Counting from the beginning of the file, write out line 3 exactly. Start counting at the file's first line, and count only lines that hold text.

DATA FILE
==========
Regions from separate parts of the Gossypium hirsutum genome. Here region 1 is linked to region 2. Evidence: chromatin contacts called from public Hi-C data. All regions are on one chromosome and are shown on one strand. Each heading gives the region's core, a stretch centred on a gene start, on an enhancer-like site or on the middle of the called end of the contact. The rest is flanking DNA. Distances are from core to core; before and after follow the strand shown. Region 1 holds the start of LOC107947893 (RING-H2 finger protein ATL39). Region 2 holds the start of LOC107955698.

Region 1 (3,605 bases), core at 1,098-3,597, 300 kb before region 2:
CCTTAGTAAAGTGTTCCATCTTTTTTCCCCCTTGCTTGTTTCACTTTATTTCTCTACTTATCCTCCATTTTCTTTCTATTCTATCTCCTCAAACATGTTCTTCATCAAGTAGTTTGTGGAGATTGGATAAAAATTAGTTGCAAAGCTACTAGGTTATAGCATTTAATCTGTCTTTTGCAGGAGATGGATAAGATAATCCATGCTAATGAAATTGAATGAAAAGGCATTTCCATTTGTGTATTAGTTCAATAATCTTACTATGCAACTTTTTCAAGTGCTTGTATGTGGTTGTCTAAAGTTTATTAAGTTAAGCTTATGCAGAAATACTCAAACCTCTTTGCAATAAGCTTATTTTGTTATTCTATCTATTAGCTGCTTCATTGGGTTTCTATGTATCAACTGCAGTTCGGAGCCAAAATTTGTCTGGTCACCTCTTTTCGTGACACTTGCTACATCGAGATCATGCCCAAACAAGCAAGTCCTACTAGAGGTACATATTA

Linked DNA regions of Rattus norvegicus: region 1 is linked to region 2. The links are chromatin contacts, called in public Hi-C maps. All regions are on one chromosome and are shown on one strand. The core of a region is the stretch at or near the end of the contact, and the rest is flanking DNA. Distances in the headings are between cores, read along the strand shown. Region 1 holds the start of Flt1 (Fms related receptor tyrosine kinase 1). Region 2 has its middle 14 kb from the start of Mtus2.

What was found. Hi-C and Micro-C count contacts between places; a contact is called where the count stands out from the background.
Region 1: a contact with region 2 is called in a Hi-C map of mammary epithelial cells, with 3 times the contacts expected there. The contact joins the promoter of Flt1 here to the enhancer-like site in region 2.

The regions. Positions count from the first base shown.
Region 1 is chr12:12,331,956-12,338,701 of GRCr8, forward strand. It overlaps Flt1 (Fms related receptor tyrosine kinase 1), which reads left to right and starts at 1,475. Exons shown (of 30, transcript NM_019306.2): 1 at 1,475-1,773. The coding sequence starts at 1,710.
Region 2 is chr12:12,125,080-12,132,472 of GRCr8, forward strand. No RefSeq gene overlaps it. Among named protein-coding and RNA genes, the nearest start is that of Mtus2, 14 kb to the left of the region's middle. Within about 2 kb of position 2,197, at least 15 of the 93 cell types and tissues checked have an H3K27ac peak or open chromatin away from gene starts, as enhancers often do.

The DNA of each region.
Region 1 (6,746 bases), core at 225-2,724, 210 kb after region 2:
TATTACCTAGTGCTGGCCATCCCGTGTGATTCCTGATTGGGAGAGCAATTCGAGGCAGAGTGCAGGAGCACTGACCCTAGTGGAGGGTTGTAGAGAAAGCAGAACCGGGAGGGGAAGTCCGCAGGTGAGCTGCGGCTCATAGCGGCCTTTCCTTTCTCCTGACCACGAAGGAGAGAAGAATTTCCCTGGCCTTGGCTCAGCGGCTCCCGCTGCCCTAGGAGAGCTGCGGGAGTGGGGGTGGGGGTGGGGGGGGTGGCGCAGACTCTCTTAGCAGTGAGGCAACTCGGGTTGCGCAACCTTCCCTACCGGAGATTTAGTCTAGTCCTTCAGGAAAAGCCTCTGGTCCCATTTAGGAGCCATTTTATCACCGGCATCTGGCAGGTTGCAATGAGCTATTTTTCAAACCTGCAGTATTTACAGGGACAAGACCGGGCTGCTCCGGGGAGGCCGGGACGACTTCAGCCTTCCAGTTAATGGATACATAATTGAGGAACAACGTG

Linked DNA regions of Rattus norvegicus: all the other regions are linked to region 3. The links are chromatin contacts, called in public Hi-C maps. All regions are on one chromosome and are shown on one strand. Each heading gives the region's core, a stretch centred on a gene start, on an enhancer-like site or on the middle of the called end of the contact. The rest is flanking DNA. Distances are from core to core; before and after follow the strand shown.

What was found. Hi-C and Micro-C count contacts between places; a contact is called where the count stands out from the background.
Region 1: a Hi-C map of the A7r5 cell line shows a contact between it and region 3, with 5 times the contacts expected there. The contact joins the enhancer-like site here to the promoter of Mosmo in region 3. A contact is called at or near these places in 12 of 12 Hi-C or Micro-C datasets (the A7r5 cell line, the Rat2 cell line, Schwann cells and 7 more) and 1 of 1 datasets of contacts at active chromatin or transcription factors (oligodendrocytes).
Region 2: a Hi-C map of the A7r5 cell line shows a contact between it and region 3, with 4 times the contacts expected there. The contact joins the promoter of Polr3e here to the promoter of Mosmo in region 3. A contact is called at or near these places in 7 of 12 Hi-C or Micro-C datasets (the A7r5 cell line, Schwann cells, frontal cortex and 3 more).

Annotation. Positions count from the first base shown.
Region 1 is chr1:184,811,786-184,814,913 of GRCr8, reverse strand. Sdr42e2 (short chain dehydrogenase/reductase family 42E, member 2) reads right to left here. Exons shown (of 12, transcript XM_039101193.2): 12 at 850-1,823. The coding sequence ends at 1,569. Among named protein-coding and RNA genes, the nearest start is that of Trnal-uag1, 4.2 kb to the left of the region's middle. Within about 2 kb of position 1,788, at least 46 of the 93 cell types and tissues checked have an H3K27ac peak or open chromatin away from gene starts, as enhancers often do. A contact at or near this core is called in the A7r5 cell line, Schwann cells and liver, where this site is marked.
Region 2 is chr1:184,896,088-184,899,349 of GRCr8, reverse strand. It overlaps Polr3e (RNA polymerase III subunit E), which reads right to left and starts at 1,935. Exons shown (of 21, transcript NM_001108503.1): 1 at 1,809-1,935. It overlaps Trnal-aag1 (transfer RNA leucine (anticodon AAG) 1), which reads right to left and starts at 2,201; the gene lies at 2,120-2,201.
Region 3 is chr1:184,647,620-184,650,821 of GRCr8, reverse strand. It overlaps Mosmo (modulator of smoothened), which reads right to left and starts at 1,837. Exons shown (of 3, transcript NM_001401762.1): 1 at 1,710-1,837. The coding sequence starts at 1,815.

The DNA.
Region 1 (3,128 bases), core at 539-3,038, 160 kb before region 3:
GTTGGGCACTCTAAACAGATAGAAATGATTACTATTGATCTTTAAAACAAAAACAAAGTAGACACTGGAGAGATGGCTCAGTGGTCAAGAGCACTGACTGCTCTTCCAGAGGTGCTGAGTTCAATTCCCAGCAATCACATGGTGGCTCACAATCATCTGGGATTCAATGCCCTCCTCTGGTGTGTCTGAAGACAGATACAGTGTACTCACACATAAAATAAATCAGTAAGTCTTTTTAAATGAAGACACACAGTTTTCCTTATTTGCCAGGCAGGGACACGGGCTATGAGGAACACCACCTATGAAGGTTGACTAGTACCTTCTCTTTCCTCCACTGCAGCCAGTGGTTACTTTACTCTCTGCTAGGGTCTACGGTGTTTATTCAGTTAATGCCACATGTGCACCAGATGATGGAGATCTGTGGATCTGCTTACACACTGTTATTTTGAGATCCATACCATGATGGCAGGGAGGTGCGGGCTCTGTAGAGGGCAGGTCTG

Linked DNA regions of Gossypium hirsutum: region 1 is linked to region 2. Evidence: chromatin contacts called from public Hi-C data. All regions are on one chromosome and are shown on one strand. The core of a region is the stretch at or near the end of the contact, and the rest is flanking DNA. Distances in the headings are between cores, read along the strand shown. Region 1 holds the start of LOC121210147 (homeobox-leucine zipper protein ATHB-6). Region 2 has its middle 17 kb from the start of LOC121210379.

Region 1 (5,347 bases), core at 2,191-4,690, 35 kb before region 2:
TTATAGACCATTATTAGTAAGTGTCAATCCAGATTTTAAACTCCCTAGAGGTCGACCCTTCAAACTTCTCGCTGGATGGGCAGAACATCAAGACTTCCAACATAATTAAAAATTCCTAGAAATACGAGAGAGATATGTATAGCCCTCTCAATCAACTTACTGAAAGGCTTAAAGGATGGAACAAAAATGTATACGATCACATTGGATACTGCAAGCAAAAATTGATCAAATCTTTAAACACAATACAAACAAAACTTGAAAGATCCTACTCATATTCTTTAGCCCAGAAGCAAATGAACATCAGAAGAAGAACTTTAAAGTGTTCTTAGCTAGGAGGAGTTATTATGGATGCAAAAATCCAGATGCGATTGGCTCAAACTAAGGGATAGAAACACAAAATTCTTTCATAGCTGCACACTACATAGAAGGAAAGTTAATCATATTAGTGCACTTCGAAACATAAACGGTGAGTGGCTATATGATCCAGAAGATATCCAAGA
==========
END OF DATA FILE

CCTTAGTAAAGTGTTCCATCTTTTTTCCCCCTTGCTTGTTTCACTTTATTTCTCTACTTATCCTCCATTTTCTTTCTATTCTATCTCCTCAAACATGTTCTTCATCAAGTAGTTTGTGGAGATTGGATAAAAATTAGTTGCAAAGCTACTAGGTTATAGCATTTAATCTGTCTTTTGCAGGAGATGGATAAGATAATCCATGCTAATGAAATTGAATGAAAAGGCATTTCCATTTGTGTATTAGTTCAATAATCTTACTATGCAACTTTTTCAAGTGCTTGTATGTGGTTGTCTAAAGTTTATTAAGTTAAGCTTATGCAGAAATACTCAAACCTCTTTGCAATAAGCTTATTTTGTTATTCTATCTATTAGCTGCTTCATTGGGTTTCTATGTATCAACTGCAGTTCGGAGCCAAAATTTGTCTGGTCACCTCTTTTCGTGACACTTGCTACATCGAGATCATGCCCAAACAAGCAAGTCCTACTAGAGGTACATATTA